During the pandemic, innovative practices make naturalization assistance accessible to LPRs
2020 was supposed to be a banner year for naturalization. Eligible lawful permanent residents, or LPR’s, were expected to apply for naturalization in record numbers based on the upcoming presidential election, the threat of increased fees and elimination of most fee waivers, and an increasingly unfriendly immigration policy environment. Instead, due to the COVID-19 pandemic and subsequent economic downturn, the number of naturalization applications has declined significantly, by some measurements falling by almost 75 percent 1. In spite of these unprecedented challenges and obstacles, many legal immigration service providers continue to provide N-400 application assistance and help LPRs prepare for their naturalization interviews, while prioritizing and protecting the health and safety of their clients.
CLINIC’s affiliates, more than two dozen of them members of the New Americans Campaign, have shown considerable resiliency and adaption in their efforts to continue providing assistance. In many parts of the country, COVID-19 makes citizenship workshops and even individual in-person services impossible. Many organizations have turned to remote work, completing applications over the phone, or through video conferencing services such as Zoom and Facetime. Others are using more sophisticated systems like CitizenshipWorks, which provides a more comprehensive platform to guide practitioners and LPRs through the application process. While much of this technology is used to complete applications one-on-one, some legal service providers have successfully experimented with group application virtual workshops. These groups connect volunteers with LPRs and allow attorneys and accredited representative to move between private virtual rooms to offer assistance when needed.
Virtual review may not always be the best option for LPRs to receive application assistance. Tech literacy, access to technology and reliable internet present challenges for some people. To address these issues, some organizations are working to connect LPRs with someone that can help them learn the basics of using digital platforms or are providing these trainings themselves. Other organizations have entered into low-cost rental agreements with technology and internet service providers that allow them to lend tablets to LPRs for application completion.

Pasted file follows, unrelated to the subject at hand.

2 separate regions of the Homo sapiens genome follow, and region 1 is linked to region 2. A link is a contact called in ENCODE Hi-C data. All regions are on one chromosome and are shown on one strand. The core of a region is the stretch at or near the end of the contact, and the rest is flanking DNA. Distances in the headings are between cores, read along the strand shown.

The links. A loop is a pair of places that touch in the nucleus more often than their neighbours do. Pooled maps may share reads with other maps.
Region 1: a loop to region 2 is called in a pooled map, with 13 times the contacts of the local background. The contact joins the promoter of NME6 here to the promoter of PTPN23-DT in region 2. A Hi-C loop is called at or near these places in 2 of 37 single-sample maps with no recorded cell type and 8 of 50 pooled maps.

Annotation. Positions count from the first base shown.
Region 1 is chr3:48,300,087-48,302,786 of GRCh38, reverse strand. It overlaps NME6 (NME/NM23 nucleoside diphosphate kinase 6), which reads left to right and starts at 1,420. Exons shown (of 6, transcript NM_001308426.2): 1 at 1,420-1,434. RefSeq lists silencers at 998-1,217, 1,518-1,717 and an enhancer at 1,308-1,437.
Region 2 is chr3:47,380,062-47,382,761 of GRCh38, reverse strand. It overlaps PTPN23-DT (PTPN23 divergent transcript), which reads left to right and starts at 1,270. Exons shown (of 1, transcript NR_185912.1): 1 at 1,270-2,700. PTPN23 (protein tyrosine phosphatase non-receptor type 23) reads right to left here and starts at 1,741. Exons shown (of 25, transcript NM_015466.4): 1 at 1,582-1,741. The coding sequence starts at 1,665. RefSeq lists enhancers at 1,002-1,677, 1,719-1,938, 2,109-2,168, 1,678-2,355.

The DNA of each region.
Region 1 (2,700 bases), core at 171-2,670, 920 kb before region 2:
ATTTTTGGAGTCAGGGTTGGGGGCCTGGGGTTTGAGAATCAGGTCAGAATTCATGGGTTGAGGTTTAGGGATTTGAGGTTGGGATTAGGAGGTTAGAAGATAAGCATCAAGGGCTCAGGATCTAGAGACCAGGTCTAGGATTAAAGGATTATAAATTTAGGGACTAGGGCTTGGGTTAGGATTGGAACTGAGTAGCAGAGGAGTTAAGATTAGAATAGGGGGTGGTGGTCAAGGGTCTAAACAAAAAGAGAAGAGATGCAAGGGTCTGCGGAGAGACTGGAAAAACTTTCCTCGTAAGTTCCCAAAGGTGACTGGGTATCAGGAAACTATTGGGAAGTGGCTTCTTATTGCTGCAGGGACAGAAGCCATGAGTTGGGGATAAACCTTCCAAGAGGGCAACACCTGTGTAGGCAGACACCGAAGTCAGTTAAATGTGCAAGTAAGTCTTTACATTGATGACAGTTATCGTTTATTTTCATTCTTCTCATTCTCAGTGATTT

For many legal immigration programs, meeting with new clients in-person is crucial to establishing trust, and in an environment where in-person services are not possible, this can make establishing a working report difficult. Organizations around the country have been holding virtual town hall meetings to provide their communities with vital information on the pandemic, health and financial services, changing immigration policies, naturalization, and other important topics for the health and well-being of community members. Often, these virtual town hall meetings are done in conjunction with other non-profits, individuals, or organizations that have credibility or standing in the community. During the pandemic, these town halls have served as an important first step in establishing that trust. The result has been an influx of clients that would normally be served in-office, and an opportunity for organizations to connect with individuals they might not otherwise reach.
The pandemic will continue to depress naturalization applications, but N-400 application assistance and the importance of naturalization must continue to be promoted with all it’s benefits for individuals, families, communities and the country. With an election outcome that is far from certain, the rights, privileges, and security that naturalization confers to immigrants is more important now than ever. Additionally, the increase in the fee for form N-400, from $640 to $1,170, will make applying for citizenship well outside the ability of many low-income LPRs.
Immigrant legal service providers need to continue to adopt virtual assistance models and innovate to provide services during the pandemic. Doing so quickly will allow as many N-400 applications as possible to be completed ahead of the implementation of these new fees. These innovations and experimentations with remote services will make naturalization assistance easier and more efficient in the long run.LPRS, especially those in remote areas of the country, will have increased accessibility the dream of U.S. citizenship.
1 Applications completed by New Americans Campaign (NAC) members declined by 73%, from 10,709 applications to 2,925 applications, when comparing Q2 2019 to Q2 2020. Letson, Sarah, Immigrant Legal Resource Center, Aug. 7, 2020 , ‘NAC Data & Insight, NAC Partners & Site Leaders Meeting, Online Convening.